...more
Eldonfoil TH*E Whatever Champion
This is a step towards possession.

Certainly the possession does not last the entire way through, but even in the less interesting or repetitive poems there are some jarring lines, amplified by a soul in Heat.

Like any elevated piece of literature, Flowers of Evil consumed me to such an extent that at times I forgot I was reading words on a page, its intensity moving my mind into some unknown zone where images, thoughts, and recollections screamed by, colliding with each other. So, too, did I fee
...more
Antonomasia
translated by Edna St. Vincent Millay & George Dillon

It's outrageous that this wonderful translation is out of print.
After looking at many versions (including Richard Howard, James McGowan, and Cyril Scott who was my second favourite) this was the only one with truly good poems which replicated the original structures and had the glittering night-magic of Baudelaire's sensual, sinister, romantic, gothic wonderland. Which would of course have something to do with one of the translators herself b
...more
Duane
How to describe this volume of poetry? Avant-garde, modernistic, innovative, original? Yes, all of those, and to use a modern slang word, edgy. So edgy in fact, for mid 19th century France, that Napoleon III's government prosecuted him for "an insult to public decency". Six of the poems were banned until 1949. Don't worry; by today's standards they are not so alarming.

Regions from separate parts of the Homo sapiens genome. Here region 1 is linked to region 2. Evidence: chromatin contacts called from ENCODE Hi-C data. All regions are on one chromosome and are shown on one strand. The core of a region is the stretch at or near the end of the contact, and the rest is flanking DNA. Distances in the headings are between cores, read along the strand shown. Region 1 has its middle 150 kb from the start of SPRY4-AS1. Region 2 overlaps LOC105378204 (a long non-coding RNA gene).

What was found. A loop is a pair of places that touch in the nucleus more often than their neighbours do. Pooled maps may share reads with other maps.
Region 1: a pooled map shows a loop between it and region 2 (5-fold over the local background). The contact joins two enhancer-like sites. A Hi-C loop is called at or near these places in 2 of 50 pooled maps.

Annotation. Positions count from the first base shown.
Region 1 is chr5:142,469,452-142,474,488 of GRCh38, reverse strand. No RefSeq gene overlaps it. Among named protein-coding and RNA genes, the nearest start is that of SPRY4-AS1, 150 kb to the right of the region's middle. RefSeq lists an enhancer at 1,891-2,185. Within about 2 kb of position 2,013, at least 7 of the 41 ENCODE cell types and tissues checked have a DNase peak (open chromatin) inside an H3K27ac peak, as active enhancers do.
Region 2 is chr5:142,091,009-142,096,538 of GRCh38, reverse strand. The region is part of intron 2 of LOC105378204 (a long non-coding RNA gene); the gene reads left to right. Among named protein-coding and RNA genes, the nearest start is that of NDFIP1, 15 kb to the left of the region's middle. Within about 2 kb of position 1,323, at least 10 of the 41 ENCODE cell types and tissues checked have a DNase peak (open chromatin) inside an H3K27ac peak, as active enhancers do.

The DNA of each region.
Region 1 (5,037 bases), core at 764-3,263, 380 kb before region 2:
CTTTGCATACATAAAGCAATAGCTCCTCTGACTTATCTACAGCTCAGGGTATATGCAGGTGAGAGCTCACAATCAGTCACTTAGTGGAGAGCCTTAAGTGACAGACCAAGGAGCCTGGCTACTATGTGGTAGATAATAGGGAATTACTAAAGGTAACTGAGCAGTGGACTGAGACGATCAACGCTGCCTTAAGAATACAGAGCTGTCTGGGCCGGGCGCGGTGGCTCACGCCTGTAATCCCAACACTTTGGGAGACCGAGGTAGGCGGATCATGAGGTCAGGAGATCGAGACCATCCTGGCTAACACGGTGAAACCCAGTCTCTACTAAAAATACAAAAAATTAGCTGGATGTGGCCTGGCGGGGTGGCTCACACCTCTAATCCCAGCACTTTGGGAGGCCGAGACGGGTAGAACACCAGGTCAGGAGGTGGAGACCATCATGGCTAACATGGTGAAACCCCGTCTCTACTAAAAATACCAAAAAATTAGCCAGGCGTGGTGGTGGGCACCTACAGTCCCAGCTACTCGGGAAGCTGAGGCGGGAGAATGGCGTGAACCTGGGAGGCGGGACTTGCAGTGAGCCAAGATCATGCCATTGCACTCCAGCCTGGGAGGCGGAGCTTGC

Ivana
Apr 03, 2016 rated it it was amazing  ·  review of another edition
Shelves: read-in-2016, poetry
As I read this I simply felt as if I understood Baudelaire completely, and as if he understood me.
Then I realized my body craved for a cigarette and was ready to throw a cynical, sarcastic comment.
Mizuki
The Flowers of Evil by Charles Baudelaire seriously makes me regret not knowing a single word of French. Well...at least with this 400+ pages of Chinese translation, we seem to be able to get most if not all of Baudelaire's works in one go:

So I end up only able to read both the Chinese and English translation of these jewel-like pieces of artwork.

太陽蒙上一重黑紗,像它一般
哦,我生命的月亮,裹上陰影吧
睡覺抽煙,隨便,別快活,別說話
整個地沉入無聊造成的深淵

我喜歡你這樣!可今天你若要
如一顆走出黑暗的被遮的星
在擠擁著瘋狂的地方擺威風
那好!迷人的匕首,就讓你出鞘!"

The Possessed One

The sun is enveloped in
...more
Kay
I read a majority of the poems in French, which made the experience more beautiful. Each word is like a unique brushstroke of color on a grand canvas, applied with varying degrees of pressure, and each deeply and sensually hued. Baudelaire’s poetry paints gorgeous images of emotion, desire, and wanting that remain with you. Reading Les fleurs was a deeply personal and stirring experience for me. I have many favorites and could provide analyses on a dozen poems or more, but for the sake of length ...more
Helga
Aug 06, 2020 rated it really liked it
Shelves: classics, poetry, french
Hymn to Beauty

O Beauty! dost thou generate from Heaven or from Hell?
Within thy glance, so diabolic and divine,
Confusedly both wickedness and goodness dwell,